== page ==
Marxists in the age of Palmer: a genealogy of ‘anti-politics’

Robinson, Geoffrey 2015, Marxists in the age of Palmer: a genealogy of ‘anti-politics’, in Conference Abstracts of the 14th Biennial Labour History Conference: Fighting Against War: Peace Activism in the Twentieth Century, Australian Society for the Study of Labor History, Melbourne, Vic..

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Title Marxists in the age of Palmer: a genealogy of ‘anti-politics’
Author(s) Robinson, Geoffrey
Conference name Labour History. Conference (14th: 2015, Melbourne, Vic)
Conference location Melbourne, Vic.
Conference dates 11-13 Feb. 2015
Title of proceedings Conference Abstracts of the 14th Biennial Labour History Conference: Fighting Against War: Peace Activism in the Twentieth Century
Publication date 2015
Total pages 1
Publisher Australian Society for the Study of Labor History
Place of publication Melbourne, Vic.
Keyword(s) Australian politics
Australian politics
Summary The decline of trust in Australian political institutions and the rise of anti-political sentiment, most dramatically represented by the phenomenon of Clive Palmer, has been largely perplexing to the Australian left whether in its labourist, green or revolutionary varieties. In recent years support for Labor and the Greens has fallen, union membership has continued to stagnate and the revolutionary left has failed to break out of its campus enclaves despite a global crisis of capitalism. This article provides a critical examination of a minority trend within the Australian left that seen the rise of ‘anti-politics’ as a positive development. Leading figures in this have been Tad Tietze, Elizabeth Humphrys, Marc Newmann and anonymous blogger The Piping Shriek. Their work has been critical of attempts to revive traditional institutions of the left and has argued that the organised left has become committed to a project of state management of individual behaviour. This line of argument represents a distinctive critique of politics that echoes themes espoused by John Anderson and Sydney libertarianism. This article applies Michel Foucault’s genealogical approach to explain the revival of libertarian themes on the left and their particular resonance within Sydney political culture.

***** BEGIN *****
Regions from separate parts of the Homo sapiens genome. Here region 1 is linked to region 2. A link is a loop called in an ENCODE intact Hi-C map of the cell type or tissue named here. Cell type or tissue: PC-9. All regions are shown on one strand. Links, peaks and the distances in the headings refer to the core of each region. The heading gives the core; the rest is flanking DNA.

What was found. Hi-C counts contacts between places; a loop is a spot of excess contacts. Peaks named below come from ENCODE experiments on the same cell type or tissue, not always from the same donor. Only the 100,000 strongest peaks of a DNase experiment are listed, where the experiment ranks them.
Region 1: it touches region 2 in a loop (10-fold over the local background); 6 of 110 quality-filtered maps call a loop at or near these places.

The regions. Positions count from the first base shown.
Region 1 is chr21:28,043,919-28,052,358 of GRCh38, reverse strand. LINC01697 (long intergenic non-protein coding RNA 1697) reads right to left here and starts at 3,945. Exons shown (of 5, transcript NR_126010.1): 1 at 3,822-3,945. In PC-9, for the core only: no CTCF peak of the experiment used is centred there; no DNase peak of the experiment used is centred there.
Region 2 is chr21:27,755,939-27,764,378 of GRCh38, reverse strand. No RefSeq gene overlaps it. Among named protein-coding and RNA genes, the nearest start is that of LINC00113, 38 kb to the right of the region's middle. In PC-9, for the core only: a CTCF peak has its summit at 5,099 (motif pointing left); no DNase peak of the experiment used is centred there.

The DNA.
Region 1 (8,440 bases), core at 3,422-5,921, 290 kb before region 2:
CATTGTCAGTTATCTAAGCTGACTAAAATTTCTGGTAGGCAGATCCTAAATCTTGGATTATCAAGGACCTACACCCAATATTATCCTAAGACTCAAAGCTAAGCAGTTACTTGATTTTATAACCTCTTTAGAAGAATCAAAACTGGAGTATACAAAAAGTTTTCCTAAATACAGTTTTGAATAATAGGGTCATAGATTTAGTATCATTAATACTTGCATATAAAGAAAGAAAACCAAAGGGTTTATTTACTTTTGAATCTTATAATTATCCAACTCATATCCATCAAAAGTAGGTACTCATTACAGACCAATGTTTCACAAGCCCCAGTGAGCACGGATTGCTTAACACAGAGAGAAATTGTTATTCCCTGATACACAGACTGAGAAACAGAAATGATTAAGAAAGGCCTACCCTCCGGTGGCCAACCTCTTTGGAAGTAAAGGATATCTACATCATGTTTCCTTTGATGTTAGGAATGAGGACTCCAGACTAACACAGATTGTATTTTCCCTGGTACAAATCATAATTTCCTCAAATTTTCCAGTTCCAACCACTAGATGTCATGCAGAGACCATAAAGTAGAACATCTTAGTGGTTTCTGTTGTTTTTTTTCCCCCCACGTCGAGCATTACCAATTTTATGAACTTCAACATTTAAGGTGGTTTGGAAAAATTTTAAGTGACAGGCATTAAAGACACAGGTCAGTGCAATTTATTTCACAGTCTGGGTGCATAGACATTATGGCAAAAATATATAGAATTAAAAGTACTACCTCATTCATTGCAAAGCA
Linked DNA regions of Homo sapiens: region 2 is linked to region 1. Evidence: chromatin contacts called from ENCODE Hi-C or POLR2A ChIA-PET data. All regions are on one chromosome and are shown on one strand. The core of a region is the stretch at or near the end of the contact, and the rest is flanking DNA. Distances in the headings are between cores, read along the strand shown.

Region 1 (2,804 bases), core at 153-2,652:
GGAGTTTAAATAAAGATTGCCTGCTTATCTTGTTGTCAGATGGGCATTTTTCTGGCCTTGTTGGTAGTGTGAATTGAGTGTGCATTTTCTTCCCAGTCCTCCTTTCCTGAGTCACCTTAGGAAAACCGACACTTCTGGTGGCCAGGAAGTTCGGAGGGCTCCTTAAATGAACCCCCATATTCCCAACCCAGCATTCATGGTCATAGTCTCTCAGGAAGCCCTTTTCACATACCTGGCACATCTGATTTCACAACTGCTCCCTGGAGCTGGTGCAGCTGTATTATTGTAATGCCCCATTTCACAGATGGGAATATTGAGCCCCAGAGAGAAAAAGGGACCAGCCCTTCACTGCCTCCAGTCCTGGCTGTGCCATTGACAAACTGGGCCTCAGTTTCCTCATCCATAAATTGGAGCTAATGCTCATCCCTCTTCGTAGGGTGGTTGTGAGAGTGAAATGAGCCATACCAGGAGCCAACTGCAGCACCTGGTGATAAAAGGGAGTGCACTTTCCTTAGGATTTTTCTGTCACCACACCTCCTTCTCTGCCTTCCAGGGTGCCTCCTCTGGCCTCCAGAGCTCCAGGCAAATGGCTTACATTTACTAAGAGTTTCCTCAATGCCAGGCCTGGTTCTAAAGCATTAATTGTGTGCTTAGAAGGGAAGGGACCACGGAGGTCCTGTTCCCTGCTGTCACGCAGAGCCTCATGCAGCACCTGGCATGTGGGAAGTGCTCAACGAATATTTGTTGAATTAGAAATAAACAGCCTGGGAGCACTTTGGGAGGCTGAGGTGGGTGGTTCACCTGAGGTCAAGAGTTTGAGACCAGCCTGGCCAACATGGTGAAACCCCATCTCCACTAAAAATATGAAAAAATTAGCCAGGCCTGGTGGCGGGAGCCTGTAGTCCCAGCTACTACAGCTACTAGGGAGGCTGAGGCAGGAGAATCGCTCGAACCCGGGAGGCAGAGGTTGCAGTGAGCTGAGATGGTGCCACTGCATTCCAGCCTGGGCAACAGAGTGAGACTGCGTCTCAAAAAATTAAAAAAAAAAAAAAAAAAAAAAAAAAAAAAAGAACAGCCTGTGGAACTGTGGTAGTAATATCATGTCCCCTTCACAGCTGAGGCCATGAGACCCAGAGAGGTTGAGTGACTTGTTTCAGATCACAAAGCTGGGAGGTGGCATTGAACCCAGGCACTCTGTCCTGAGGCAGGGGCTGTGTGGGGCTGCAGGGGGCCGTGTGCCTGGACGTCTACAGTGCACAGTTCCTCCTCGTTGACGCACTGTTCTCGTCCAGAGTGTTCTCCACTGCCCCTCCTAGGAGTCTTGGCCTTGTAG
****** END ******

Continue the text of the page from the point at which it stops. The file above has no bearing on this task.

Language eng
Field of Research 160601 Australian Government and Politics
160609 Political Theory and Political Philosophy
HERDC Research category E2.1 Full written paper - non-refereed / Abstract reviewed
Copyright notice ©2015, Australian Society for the Study of Labor History
Persistent URL http://hdl.handle.net/10536/DRO/DU:30077051

Document type: Conference Paper
Collection: School of Humanities and Social Sciences
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